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Barriers to Implementing a Group Treatment for Maternal Depression in Head Start: Comparing Staff Perspectives

  • Abigail Palmer MolinaEmail author
  • Lawrence A. Palinkas
  • William Monro
  • Ferol E. Mennen
Original Article
  • 4 Downloads

Abstract

Although providing depression treatment for Head Start mothers may improve child wellbeing, interventions have not been widely used for this purpose. This failure may be due to the characteristics of clients, interventions, or the systems of care in which services are delivered. This study explored barriers to implementing Interpersonal Psychotherapy-Group with ethnic minority Head Start mothers, including differences in the level of staff consensus regarding barriers, which may predict implementation success. Barriers included resource challenges, cultural and linguistic differences, and participant concerns, and staff demonstrated low to moderate consensus. Results emphasize the importance of engaging diverse stakeholders in implementation.

Keywords

Barriers Implementation Depression Mothers Head Start 

Notes

Funding

This work was supported by the Administration of Children and Families [Grant Number 90YR0074-01-00] awarded to Ferol E. Mennen, Ph.D.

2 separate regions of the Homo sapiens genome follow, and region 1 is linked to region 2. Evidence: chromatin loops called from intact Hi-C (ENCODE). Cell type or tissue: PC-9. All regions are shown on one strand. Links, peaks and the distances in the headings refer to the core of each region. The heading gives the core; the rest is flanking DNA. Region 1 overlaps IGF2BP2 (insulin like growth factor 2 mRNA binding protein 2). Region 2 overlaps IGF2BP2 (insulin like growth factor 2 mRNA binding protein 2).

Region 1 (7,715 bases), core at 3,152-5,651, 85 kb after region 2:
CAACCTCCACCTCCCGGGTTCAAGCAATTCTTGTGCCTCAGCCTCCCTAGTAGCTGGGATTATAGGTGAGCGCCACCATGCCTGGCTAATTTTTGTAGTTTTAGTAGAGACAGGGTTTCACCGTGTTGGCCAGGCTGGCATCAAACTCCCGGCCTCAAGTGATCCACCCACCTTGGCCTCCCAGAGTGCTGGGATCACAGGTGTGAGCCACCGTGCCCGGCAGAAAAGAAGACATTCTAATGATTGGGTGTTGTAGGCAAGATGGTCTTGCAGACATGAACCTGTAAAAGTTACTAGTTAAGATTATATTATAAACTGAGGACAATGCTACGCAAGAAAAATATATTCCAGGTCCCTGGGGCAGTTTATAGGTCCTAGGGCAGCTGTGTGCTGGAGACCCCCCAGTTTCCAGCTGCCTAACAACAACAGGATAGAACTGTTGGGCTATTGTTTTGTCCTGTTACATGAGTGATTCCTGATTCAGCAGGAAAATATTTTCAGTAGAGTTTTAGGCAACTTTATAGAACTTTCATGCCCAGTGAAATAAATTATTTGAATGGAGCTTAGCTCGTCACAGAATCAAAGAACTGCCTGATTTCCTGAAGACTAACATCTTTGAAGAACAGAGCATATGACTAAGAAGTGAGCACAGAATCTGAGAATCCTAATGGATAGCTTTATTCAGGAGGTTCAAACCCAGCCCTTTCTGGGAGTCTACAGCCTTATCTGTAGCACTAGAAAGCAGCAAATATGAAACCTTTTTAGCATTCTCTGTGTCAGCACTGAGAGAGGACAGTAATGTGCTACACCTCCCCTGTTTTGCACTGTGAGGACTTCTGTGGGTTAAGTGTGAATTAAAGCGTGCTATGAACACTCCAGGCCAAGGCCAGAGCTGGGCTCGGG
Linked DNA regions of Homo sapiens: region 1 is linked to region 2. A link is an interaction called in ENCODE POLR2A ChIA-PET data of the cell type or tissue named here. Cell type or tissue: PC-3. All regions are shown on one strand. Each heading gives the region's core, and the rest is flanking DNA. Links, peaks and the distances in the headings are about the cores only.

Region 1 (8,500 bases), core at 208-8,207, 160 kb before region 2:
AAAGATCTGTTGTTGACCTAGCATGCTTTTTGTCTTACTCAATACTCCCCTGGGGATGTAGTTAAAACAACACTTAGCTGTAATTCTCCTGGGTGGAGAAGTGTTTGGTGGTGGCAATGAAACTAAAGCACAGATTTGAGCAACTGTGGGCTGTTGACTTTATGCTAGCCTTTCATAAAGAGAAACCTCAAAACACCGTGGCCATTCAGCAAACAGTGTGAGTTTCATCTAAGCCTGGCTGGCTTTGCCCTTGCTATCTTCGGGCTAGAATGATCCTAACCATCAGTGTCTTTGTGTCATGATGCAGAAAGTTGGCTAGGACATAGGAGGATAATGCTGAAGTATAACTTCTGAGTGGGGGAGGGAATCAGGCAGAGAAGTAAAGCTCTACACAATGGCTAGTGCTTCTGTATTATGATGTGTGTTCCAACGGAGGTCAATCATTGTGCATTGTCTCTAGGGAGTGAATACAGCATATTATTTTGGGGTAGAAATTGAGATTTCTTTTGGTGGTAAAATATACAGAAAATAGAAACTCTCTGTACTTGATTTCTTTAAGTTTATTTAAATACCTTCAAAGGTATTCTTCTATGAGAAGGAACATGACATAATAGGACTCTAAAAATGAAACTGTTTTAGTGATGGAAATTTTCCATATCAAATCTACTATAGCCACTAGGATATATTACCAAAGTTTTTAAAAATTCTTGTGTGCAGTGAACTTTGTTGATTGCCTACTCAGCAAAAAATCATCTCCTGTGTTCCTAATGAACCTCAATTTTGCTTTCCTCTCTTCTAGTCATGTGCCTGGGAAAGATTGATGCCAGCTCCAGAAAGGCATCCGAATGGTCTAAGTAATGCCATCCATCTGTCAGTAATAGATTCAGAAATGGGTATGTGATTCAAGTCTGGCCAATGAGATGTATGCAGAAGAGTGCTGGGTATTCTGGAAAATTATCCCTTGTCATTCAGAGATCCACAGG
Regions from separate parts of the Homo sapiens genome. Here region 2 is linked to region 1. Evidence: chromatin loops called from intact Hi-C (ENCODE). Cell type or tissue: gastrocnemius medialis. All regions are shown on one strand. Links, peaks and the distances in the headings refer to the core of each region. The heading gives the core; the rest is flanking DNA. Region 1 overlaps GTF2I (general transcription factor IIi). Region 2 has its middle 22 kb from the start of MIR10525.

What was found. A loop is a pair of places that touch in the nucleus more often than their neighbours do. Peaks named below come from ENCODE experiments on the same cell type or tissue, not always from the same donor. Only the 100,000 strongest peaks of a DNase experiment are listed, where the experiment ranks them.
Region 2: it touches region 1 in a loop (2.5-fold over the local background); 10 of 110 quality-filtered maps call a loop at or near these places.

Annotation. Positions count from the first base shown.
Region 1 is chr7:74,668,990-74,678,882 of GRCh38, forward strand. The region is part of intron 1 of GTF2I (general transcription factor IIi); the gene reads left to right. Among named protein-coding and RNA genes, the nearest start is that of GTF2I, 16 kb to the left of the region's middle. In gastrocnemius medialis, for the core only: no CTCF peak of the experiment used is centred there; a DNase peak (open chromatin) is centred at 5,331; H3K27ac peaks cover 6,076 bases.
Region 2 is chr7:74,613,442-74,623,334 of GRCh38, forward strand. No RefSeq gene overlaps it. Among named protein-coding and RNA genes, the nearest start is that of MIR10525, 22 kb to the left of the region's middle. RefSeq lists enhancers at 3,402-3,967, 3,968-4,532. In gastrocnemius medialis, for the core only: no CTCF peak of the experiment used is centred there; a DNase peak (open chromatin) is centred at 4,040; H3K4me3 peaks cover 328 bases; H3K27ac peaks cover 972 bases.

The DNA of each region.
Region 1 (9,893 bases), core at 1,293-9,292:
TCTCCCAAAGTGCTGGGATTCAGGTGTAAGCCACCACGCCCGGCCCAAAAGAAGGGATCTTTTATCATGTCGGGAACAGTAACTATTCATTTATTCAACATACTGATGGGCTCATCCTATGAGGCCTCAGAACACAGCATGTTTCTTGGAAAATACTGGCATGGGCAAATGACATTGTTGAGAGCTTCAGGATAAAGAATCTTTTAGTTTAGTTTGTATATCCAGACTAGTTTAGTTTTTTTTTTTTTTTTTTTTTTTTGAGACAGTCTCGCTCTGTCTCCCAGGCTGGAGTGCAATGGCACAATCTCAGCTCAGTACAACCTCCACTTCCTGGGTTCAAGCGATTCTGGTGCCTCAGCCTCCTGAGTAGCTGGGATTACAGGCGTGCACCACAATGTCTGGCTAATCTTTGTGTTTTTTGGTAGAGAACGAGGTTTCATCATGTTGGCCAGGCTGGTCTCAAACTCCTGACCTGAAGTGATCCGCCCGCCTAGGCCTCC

Compliance with Ethical Standards

Conflict of interest

The authors declare that they have no conflict of interest.

Ethical Approval

All procedures performed in studies involving human participants were in accordance with the ethical standards of the institutional research committee and with the 1964 Helsinki declaration and its later amendments or comparable ethical standards.

Informed Consent

Informed consent was obtained from all participants included in the study.

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Copyright information

© Springer Science+Business Media, LLC, part of Springer Nature 2020

Authors and Affiliations

  1. 1.University of Southern California Suzanne Dworak-Peck School of Social WorkLos AngelesUSA
  2. 2.Chair of the Department of Children, Youth, and FamiliesUniversity of Southern California Suzanne Dworak-Peck School of Social WorkLos AngelesUSA
  3. 3.Department of Children, Youth, and FamiliesUniversity of Southern California Suzanne Dworak-Peck School of Social WorkLos AngelesUSA

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